If gender is performative, no one puts on a show like a man trying to prove his worth through rituals of masculinity. Take the characters in “Square Go”: Although Max and Stevie are just 13, they have been so indoctrinated to believe in violence as a solution to their problems that they get an entire hourlong play dedicated to Max’s preparation for a big fight.
A “square go,” as they call it in their Scottish town.
Max (Daniel Portman) has provoked the wrath of local bully, the “Neanderthal knuckle-dragger” Danny Guthrie, who has challenged him to the makeshift duel after school.
We never see Danny, but his fear-inducing presence points to the anxiety attributed to missing father figures, a central theme in the script by Kieran Hurley and Gary McNair. We come to know that Max has a troublesome relationship with his own alcoholic father, and that he’s taken to professional wrestlers as role models, to make up for what he lacks at home.
This is why “Square Go,” a Brits Off Broadway production at 59E59 Theaters, is framed as a wrestling fantasy. The audience surrounds an empty white square, and when the characters (played by adult actors) appear, an announcer provides the first description of who they are.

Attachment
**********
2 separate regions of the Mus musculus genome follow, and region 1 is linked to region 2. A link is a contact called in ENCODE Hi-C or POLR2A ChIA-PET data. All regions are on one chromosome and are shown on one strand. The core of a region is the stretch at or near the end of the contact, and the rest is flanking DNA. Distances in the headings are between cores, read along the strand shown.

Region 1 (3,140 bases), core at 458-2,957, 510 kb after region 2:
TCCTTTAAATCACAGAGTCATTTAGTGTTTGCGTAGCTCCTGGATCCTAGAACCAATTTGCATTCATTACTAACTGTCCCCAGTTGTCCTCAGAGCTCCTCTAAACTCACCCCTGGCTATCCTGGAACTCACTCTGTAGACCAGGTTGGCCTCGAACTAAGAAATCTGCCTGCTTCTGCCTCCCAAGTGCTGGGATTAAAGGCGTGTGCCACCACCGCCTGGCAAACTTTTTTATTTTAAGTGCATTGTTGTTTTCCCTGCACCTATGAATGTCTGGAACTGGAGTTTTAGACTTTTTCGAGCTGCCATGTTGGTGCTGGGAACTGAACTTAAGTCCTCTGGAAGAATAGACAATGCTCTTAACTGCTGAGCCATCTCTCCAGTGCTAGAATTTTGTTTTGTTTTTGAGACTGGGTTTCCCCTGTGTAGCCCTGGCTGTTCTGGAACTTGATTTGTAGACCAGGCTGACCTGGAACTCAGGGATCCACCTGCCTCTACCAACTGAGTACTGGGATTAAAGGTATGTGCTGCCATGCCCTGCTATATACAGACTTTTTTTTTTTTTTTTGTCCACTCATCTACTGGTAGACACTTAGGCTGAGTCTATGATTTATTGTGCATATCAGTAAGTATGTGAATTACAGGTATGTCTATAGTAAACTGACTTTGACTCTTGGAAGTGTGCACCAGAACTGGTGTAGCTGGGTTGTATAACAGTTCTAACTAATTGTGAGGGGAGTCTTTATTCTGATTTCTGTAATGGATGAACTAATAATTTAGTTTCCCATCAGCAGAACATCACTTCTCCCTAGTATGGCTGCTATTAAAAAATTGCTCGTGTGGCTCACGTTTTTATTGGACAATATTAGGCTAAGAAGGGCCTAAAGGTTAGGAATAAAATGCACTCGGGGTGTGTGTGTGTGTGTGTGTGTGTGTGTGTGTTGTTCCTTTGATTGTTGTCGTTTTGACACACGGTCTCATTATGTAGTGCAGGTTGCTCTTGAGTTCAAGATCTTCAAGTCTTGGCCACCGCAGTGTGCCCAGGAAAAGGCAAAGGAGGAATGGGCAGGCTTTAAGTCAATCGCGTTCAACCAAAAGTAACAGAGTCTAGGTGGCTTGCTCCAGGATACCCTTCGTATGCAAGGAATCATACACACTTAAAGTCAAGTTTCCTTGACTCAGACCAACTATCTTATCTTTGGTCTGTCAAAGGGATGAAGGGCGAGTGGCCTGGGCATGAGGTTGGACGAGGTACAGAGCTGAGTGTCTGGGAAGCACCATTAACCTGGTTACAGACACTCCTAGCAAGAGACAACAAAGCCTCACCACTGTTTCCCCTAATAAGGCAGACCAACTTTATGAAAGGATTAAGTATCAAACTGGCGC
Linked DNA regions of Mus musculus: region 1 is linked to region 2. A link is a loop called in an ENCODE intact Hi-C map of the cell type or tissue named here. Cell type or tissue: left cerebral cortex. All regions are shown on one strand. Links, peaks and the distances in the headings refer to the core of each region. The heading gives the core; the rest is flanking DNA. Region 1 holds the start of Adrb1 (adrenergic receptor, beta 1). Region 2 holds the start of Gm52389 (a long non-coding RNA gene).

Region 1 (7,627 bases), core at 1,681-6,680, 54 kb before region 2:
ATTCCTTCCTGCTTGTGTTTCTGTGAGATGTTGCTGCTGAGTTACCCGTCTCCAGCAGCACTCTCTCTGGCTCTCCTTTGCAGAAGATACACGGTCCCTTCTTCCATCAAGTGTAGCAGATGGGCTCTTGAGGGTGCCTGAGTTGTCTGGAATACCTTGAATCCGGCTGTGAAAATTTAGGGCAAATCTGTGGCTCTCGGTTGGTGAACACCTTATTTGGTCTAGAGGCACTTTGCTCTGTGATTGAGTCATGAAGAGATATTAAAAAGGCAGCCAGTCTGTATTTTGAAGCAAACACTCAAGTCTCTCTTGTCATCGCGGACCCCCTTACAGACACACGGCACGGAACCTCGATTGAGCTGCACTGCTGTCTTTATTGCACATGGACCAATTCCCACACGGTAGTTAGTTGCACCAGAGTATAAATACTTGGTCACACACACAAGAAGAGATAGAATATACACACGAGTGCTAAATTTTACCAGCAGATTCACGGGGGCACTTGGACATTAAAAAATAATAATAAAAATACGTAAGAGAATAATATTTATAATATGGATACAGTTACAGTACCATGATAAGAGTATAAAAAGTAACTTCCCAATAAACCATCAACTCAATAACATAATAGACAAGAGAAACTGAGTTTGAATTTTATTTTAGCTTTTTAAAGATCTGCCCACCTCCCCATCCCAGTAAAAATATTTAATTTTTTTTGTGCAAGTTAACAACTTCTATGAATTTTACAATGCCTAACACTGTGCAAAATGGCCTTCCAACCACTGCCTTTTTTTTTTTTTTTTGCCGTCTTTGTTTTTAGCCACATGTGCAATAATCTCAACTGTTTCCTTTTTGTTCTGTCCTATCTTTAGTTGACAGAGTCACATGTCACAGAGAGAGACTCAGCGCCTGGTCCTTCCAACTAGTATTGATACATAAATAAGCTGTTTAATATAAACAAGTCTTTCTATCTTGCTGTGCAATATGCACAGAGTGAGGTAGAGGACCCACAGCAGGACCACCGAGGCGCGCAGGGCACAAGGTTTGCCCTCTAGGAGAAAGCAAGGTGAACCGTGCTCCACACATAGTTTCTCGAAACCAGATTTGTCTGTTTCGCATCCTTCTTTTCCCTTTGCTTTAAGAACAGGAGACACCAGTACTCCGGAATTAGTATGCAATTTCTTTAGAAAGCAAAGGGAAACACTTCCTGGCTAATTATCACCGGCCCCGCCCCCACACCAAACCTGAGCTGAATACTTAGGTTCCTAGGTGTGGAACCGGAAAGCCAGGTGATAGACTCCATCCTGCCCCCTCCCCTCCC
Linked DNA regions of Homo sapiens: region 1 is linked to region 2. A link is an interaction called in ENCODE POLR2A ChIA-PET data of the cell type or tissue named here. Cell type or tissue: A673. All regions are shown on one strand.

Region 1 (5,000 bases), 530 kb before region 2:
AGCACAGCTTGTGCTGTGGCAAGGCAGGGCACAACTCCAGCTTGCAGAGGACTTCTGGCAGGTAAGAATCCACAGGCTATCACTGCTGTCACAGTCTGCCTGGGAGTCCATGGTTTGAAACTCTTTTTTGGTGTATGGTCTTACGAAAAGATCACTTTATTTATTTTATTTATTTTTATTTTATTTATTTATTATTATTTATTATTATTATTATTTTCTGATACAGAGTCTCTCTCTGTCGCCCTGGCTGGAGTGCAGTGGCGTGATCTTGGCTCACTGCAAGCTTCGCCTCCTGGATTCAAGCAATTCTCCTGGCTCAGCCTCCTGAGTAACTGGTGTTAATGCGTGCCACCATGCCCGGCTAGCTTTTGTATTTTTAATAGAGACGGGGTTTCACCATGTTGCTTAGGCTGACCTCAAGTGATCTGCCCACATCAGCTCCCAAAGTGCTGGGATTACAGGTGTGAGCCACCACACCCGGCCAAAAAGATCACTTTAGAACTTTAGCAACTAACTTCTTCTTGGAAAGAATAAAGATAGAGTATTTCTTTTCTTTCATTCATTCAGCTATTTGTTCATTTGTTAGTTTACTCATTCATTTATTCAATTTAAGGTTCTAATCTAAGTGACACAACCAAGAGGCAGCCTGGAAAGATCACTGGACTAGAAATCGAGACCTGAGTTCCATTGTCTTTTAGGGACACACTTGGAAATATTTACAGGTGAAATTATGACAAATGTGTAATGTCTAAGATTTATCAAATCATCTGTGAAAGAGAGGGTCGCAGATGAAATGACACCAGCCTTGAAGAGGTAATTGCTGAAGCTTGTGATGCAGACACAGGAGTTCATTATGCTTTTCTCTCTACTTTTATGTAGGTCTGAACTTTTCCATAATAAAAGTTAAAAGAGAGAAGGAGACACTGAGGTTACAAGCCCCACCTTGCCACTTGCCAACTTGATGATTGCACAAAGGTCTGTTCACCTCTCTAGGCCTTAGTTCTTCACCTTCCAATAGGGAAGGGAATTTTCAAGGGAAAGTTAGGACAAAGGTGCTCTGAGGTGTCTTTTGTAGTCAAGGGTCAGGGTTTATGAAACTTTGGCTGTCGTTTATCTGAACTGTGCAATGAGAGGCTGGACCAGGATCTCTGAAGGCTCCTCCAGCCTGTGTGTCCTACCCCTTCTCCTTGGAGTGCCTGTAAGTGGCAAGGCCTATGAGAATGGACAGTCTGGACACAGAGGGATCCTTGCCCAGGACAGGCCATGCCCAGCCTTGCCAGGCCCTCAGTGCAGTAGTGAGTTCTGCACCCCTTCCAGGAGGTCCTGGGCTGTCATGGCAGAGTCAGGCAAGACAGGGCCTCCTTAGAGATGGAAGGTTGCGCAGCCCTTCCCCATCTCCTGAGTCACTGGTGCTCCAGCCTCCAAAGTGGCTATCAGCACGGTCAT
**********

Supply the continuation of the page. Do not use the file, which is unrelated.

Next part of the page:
We’re asked to put our hands together and show our appreciation for “Hammerston High’s people’s champion Max F-ing Brocklehurst.” When Max finally steps out, he’s decked in bright wrestling gear and a mask. As he high-fives willing audience members, he asks them to chant “Max! Max! Max! Max! Max!”
Mr. Portman, who portrayed the dorky but valiant squire Podrick Payne on “Game of Thrones,” can be adorable in a childlike way, making some of Max’s disturbing confessions go down easy. Max doesn’t feel “manly,” has a moment of what he believes is accidental homophobia and translates his school motto, “Walk Your Own Path, Humbly,” to “Know Your Role, Shut Your Hole.”
But the play rarely challenges him. His devoted best friend Stevie (Gavin Jon Wright) is supposed to be his Jiminy Cricket. He also has anger issues, and in encouraging the audience to play along in Max’s fight training, he’s endorsing the idea that men don’t need dialogue when they can wrestle it out.
Under Finn den Hertog’s animated direction, there is nary a dull moment in “Square Go.” The clever lighting by Peter Small and the choreography by Vicki Manderson make the small theater feel like an arena.
But to what end? Not even Madison Square Garden could fit the characters’ egos. When Max and Stevie react with disgust when they hold hands for a second, they instantly declare a thumb war, rather than wonder why touching another man feels so wrong to them. Even the more intimate moments are framed as combat, to disguise the characters’ vulnerability.
By the time “Square Go” is over, we have just been repeated the excuses men tell themselves to justify their potential toxicity. The play tries to wrap up with a mature little bow, contending that peace is the answer. But once we leave the theater we have to face the real Dannys of the world. That’s no fantasy.
Through June 30 at 59E59 Theaters, Manhattan; 646-892-7999, 59e59.org. Running time: 1 hour.
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